People from the era tell their stories.
» Andy Batten-Foster
The RPM story - random notes and rambling memories.
So……..It all began one day when I was working in the newsroom at Radio Bristol. I`d been a reporter there for about a year - lots of early morning news shifts interviewing local county councillors interspersed with the occasional opportunity to be a trainee DJ - which in those days was what I thought I wanted to be. So one of my colleagues tells me that he met a guy in the BBC bar last night who`d just moved down from Newcastle to be a producer in regional TV with the idea of doing a new show. He was looking for presenters and the show was going to be about local bands, real ale, architecture, theatre, cinema etc and have Auberon Waugh (a right-wing comic journalist who lived in Somerset now long dead) doing funny pieces about that week`s news. Why that unusual combination? Because they were the things that the producer David Pritchard was most interested in, and this was going to be his show. (In those days the BBC was much more about individual producers` passions - there were no anxious executives looking over the creatives shoulders). “You ought to get in touch”, said this mate of mine.
Next day - trying not to look too keen - I did and we arranged an audition in the Points West studio. It was just me standing there in front of a camera with Pritch (who was quite a bit older than me and a fat bugger even then) telling me to “talk about anything I wanted to.” I thought it advisable to stick to music. Until then my every waking moment had been listening to, playing or reading about music, but only as a hobby; I never thought I could make any money out of it. Pritch was new in town so couldn`t have seen many local groups yet and so I mentioned a few of the more outlandishly named combos (The Gl*xo Babies sounded particularly cool I thought, though I can now admit that I`d never actually heard them play) and tried to sound as though I knew what I was on about. Pritch seemed happy enough and promised to let me know after he`d seen more people.
Weeks went by with no news. I didn`t want to ask, in case it was a “No” but made myself a promise that if I got the job I`d buy myself a leather suit from Paradise Garage - a shop selling Johnson clothes I`d just discovered in the bus station underpass (I`m sorry about the leather thing ok, but all those years of Jim Morrison and The Doors had left a scar). More weeks went by. One day I thought “This is crazy”, confronted Pritch in the canteen and asked him whether I`d got the job or not. “Of course,” he said “Didn`t I tell you?” This was a typically exasperating response from a man who I went on to have an abrasive, but creatively challenging, relationship with for the next 6 years -indeed we`re still friends to this day despite his unreasonable fondness for The Stranglers.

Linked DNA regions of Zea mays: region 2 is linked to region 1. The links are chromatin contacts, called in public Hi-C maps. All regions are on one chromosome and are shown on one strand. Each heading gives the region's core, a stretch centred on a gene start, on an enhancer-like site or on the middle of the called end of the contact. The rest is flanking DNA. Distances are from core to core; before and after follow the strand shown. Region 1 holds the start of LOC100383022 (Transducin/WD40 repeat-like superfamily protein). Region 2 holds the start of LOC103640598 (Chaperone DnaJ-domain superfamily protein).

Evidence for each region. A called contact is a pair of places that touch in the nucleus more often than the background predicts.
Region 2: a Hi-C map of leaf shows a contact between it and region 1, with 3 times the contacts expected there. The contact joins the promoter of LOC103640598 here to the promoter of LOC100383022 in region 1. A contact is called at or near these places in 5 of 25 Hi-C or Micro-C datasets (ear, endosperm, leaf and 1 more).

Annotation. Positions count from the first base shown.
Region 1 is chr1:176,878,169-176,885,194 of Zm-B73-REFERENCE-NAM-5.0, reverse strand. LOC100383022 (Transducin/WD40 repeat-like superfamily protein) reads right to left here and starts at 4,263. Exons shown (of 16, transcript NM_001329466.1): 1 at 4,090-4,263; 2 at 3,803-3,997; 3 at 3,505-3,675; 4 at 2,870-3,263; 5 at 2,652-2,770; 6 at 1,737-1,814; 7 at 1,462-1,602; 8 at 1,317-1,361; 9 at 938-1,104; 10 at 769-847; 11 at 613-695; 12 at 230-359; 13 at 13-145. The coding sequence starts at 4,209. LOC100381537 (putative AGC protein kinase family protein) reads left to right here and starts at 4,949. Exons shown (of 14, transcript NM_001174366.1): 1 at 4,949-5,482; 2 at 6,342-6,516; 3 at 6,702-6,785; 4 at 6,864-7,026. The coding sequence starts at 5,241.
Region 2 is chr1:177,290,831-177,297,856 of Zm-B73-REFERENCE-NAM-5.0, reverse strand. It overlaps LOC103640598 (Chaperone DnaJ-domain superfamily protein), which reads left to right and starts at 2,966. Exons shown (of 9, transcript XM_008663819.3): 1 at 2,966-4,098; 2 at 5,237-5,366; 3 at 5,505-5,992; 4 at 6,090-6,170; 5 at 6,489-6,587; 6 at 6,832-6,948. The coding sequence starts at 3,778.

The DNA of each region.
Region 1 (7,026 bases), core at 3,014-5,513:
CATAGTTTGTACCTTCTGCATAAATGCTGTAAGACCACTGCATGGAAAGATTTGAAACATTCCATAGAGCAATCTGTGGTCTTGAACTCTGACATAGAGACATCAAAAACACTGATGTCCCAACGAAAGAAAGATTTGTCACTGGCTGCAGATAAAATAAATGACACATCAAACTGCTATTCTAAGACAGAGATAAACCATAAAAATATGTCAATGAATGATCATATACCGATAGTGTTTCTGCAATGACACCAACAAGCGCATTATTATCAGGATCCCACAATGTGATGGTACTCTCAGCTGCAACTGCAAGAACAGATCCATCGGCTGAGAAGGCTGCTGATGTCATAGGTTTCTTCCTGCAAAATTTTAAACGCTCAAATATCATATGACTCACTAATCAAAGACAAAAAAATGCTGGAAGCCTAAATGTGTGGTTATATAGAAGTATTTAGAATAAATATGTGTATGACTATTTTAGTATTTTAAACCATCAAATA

The show was scheduled to start in a few weeks time, but things didn`t go well. Pritch selected a co-host (who I`m afraid I can only remember was called Debbie something) and when a friend of mine saw us together he asked if this new programme was going to be called “The Ugly Show” - and he wasn`t talking about Debbie. Worse, I discovered that Pritch intended to call the programme “The Rectangular Picture Machine”, a truly naff name by anyone`s standards, and much, much worse still had chosen music by The Electric Light Orchestra as the theme tune. God help us.
On my totally uninformed recommendation The Gl*xo Babies had been recorded (again in the Points West studio) but I have a dim memory that we`d also recorded a session with the insensitively named “Spics” who featured lead singer Mike Crawford even then in full proto Rock God attitude and we decided to run them first. When the first show was broadcast I was living near The Coronation Tap and as the credits rolled went there to drink as much cider as they would sell me. This was a truly horrible programme, I was convinced. Getting involved had been a career disaster and I was doomed to be a laughing stock for the rest of my life. Worse, someone recognised me in the pub as being “That bloke off the telly”, a phrase I was to get used to but never liked. Next day the TV reviewer in the Bath Evening Chronicle said I was the sort of presenter who would leave an oily stain wherever I sat. Thanks Pritch.
Glaxobabies and Simon Edwards
I really only continued with the show because I`d signed a contract I couldn`t escape from, and the fact that the tiny production team were good people who were fun to be around and the crazy workload didn`t give us much time to get precious. The team finally settled down to being just me, Pritch, two directors called Steve Pool and Alan Lewens, and two programme assistants, Lisa and Phillipa - that was all we had to make runs of twenty shows at a time so we were shooting and editing items every week for the next programme.
We only really managed to make the show by beating the BBC system
- because through some loophole we could “borrow” a London film crew for free (and everything outside had to be shot on film in those days there was no lightweight video) we used to make up local excuses for getting interviews with national and even international names. Debbie Harry, I remember, had an auntie in Totterdown, Pink Floyd`s David Gilmore had been to school in Bedminster. Honest.